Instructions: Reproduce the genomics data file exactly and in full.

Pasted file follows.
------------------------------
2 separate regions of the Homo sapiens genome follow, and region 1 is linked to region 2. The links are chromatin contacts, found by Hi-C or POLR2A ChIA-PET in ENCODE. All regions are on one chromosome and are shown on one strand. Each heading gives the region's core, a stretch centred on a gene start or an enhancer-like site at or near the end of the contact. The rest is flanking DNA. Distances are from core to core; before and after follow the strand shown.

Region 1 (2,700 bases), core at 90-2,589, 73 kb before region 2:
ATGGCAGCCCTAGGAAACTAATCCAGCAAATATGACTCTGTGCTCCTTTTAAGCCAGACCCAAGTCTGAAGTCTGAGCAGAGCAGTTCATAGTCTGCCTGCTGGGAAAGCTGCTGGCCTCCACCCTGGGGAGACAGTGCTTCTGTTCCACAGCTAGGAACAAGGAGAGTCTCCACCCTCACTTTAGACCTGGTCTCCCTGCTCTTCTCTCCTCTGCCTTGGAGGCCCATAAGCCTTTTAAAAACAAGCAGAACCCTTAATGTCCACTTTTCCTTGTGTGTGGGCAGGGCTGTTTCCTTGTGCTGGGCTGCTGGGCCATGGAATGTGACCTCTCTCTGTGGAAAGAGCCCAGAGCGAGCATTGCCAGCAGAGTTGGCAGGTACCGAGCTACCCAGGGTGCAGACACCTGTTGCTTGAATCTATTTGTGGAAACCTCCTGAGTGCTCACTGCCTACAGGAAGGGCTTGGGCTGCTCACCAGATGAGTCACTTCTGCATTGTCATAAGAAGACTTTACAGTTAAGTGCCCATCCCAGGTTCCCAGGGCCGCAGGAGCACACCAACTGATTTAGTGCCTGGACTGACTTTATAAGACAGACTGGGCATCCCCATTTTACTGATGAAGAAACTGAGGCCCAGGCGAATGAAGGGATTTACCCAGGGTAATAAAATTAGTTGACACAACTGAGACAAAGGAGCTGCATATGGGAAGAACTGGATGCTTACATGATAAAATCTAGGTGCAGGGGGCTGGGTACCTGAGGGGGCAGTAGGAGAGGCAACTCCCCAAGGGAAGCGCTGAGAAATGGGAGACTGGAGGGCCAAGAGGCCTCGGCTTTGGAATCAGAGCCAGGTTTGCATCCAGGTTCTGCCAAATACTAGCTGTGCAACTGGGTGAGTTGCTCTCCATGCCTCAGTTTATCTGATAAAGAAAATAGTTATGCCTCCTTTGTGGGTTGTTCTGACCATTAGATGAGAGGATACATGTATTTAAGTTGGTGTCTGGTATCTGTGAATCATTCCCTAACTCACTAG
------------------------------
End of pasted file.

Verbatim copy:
2 separate regions of the Homo sapiens genome follow, and region 1 is linked to region 2. The links are chromatin contacts, found by Hi-C or POLR2A ChIA-PET in ENCODE. All regions are on one chromosome and are shown on one strand. Each heading gives the region's core, a stretch centred on a gene start or an enhancer-like site at or near the end of the contact. The rest is flanking DNA. Distances are from core to core; before and after follow the strand shown.

Region 1 (2,700 bases), core at 90-2,589, 73 kb before region 2:
ATGGCAGCCCTAGGAAACTAATCCAGCAAATATGACTCTGTGCTCCTTTTAAGCCAGACCCAAGTCTGAAGTCTGAGCAGAGCAGTTCATAGTCTGCCTGCTGGGAAAGCTGCTGGCCTCCACCCTGGGGAGACAGTGCTTCTGTTCCACAGCTAGGAACAAGGAGAGTCTCCACCCTCACTTTAGACCTGGTCTCCCTGCTCTTCTCTCCTCTGCCTTGGAGGCCCATAAGCCTTTTAAAAACAAGCAGAACCCTTAATGTCCACTTTTCCTTGTGTGTGGGCAGGGCTGTTTCCTTGTGCTGGGCTGCTGGGCCATGGAATGTGACCTCTCTCTGTGGAAAGAGCCCAGAGCGAGCATTGCCAGCAGAGTTGGCAGGTACCGAGCTACCCAGGGTGCAGACACCTGTTGCTTGAATCTATTTGTGGAAACCTCCTGAGTGCTCACTGCCTACAGGAAGGGCTTGGGCTGCTCACCAGATGAGTCACTTCTGCATTGTCATAAGAAGACTTTACAGTTAAGTGCCCATCCCAGGTTCCCAGGGCCGCAGGAGCACACCAACTGATTTAGTGCCTGGACTGACTTTATAAGACAGACTGGGCATCCCCATTTTACTGATGAAGAAACTGAGGCCCAGGCGAATGAAGGGATTTACCCAGGGTAATAAAATTAGTTGACACAACTGAGACAAAGGAGCTGCATATGGGAAGAACTGGATGCTTACATGATAAAATCTAGGTGCAGGGGGCTGGGTACCTGAGGGGGCAGTAGGAGAGGCAACTCCCCAAGGGAAGCGCTGAGAAATGGGAGACTGGAGGGCCAAGAGGCCTCGGCTTTGGAATCAGAGCCAGGTTTGCATCCAGGTTCTGCCAAATACTAGCTGTGCAACTGGGTGAGTTGCTCTCCATGCCTCAGTTTATCTGATAAAGAAAATAGTTATGCCTCCTTTGTGGGTTGTTCTGACCATTAGATGAGAGGATACATGTATTTAAGTTGGTGTCTGGTATCTGTGAATCATTCCCTAACTCACTAG